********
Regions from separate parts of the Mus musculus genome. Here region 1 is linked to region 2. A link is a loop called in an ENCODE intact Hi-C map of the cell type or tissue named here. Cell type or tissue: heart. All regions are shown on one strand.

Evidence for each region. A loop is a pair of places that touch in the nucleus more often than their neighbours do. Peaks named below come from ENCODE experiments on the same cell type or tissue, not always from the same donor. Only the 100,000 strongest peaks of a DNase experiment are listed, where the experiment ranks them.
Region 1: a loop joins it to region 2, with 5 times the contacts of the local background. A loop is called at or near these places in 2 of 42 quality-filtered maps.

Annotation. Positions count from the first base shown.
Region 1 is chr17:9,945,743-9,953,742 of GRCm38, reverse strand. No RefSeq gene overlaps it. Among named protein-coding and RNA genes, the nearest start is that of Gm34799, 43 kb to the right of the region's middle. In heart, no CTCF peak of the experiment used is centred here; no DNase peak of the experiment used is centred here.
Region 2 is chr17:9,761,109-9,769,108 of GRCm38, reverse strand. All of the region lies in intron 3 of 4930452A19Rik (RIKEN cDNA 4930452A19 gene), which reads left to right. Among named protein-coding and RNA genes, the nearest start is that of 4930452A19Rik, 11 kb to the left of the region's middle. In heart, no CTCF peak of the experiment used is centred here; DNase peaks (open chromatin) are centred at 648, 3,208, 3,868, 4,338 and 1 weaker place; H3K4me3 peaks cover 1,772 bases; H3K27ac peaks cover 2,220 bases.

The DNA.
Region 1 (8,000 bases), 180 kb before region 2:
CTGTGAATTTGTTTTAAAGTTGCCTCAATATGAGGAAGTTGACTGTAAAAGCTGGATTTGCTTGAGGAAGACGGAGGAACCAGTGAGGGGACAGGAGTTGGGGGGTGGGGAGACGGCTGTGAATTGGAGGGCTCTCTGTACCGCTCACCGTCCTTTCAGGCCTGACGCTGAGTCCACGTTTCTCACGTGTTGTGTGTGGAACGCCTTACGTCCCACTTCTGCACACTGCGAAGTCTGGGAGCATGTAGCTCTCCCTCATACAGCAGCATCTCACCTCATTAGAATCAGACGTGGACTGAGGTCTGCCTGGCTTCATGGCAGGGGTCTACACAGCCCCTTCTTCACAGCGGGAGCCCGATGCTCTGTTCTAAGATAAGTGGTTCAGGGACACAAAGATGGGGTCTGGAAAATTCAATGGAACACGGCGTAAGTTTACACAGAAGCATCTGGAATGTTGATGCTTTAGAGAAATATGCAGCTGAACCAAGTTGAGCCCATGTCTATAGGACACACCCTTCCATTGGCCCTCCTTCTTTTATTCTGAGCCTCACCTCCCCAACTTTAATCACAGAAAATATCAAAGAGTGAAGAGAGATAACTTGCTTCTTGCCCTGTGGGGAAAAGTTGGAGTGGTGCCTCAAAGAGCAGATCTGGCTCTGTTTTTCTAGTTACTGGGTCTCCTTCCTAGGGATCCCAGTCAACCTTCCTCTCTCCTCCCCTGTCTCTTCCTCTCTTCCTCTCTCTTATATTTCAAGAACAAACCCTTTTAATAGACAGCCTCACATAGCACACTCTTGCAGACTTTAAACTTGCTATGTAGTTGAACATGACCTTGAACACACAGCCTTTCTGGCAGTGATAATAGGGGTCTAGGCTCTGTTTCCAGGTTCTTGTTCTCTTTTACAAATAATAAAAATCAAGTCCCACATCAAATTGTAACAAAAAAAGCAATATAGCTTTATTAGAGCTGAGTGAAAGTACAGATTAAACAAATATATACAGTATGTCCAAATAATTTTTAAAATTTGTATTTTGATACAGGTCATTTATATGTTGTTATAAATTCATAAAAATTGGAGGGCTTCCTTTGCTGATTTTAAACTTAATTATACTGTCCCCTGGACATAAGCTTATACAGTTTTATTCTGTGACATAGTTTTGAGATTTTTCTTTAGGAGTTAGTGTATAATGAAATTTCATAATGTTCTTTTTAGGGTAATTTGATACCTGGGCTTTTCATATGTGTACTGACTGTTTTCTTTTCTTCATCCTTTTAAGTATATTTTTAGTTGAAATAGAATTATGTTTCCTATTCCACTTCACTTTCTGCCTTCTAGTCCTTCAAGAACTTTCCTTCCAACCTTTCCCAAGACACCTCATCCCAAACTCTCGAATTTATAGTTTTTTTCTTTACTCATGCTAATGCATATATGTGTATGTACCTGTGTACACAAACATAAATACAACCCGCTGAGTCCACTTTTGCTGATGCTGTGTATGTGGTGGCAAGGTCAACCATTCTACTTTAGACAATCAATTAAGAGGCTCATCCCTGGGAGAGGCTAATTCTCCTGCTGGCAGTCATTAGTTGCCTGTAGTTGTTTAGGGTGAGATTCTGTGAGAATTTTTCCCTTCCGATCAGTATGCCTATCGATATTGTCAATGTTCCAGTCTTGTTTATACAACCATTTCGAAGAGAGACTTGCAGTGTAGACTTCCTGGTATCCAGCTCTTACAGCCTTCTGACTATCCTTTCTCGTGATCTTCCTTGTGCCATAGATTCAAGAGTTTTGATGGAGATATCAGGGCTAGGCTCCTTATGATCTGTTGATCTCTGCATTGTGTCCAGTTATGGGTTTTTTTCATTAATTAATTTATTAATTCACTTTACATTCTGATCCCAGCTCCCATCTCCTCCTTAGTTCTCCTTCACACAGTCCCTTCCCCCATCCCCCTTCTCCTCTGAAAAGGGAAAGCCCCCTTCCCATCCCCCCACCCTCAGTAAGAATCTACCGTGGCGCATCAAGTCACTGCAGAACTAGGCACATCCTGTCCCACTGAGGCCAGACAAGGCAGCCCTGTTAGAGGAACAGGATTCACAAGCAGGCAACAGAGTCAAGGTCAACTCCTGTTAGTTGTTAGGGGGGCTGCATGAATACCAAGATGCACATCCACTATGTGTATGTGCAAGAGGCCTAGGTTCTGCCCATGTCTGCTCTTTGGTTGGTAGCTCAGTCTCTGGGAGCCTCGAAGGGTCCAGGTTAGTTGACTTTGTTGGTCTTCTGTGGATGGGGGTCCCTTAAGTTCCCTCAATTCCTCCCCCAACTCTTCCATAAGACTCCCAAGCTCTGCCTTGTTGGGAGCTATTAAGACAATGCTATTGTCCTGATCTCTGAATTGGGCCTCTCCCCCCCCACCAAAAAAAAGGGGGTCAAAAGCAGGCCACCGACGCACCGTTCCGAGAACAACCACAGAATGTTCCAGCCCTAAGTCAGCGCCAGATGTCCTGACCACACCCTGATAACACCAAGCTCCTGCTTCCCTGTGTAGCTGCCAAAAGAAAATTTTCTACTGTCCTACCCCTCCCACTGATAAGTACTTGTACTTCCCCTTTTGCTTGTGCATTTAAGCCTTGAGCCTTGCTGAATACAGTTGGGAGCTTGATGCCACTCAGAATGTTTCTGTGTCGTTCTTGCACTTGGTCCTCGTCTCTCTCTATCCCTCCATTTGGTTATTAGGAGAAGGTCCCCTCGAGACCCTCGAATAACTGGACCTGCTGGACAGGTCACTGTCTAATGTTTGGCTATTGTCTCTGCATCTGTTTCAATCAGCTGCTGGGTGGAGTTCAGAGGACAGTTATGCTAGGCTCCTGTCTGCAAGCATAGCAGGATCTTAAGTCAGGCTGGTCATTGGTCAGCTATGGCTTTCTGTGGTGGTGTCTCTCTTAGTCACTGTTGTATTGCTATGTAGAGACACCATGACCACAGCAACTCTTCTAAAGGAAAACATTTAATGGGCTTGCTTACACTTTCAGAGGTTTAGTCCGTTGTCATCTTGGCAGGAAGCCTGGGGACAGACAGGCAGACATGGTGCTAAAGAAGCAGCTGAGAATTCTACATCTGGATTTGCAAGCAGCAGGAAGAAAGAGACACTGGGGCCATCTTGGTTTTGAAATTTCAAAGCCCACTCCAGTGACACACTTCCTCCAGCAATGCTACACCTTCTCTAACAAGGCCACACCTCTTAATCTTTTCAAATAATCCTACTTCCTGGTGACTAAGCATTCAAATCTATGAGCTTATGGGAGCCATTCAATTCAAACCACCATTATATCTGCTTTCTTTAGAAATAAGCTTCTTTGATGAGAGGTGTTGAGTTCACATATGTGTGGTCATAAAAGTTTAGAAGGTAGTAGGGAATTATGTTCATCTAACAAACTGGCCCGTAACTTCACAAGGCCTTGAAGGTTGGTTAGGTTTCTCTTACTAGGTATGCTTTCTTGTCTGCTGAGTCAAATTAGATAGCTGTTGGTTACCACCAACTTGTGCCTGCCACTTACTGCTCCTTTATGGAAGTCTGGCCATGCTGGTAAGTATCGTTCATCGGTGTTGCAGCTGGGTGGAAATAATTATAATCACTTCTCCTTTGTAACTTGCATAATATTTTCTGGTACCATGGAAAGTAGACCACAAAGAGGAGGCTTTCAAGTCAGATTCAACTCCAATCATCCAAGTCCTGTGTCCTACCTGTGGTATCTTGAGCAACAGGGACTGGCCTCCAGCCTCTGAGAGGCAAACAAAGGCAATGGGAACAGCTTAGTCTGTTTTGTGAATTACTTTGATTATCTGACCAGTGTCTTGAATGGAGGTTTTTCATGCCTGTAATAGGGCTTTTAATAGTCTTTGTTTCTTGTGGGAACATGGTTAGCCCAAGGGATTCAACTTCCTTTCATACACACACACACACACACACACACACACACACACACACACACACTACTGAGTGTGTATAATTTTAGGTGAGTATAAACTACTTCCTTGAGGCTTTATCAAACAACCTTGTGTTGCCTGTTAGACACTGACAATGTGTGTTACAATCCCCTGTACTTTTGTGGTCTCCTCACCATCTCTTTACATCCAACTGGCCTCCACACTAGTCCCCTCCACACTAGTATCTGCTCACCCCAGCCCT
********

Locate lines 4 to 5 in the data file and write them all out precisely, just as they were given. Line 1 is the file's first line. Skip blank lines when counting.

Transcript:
Annotation. Positions count from the first base shown.
Region 1 is chr17:9,945,743-9,953,742 of GRCm38, reverse strand. No RefSeq gene overlaps it. Among named protein-coding and RNA genes, the nearest start is that of Gm34799, 43 kb to the right of the region's middle. In heart, no CTCF peak of the experiment used is centred here; no DNase peak of the experiment used is centred here.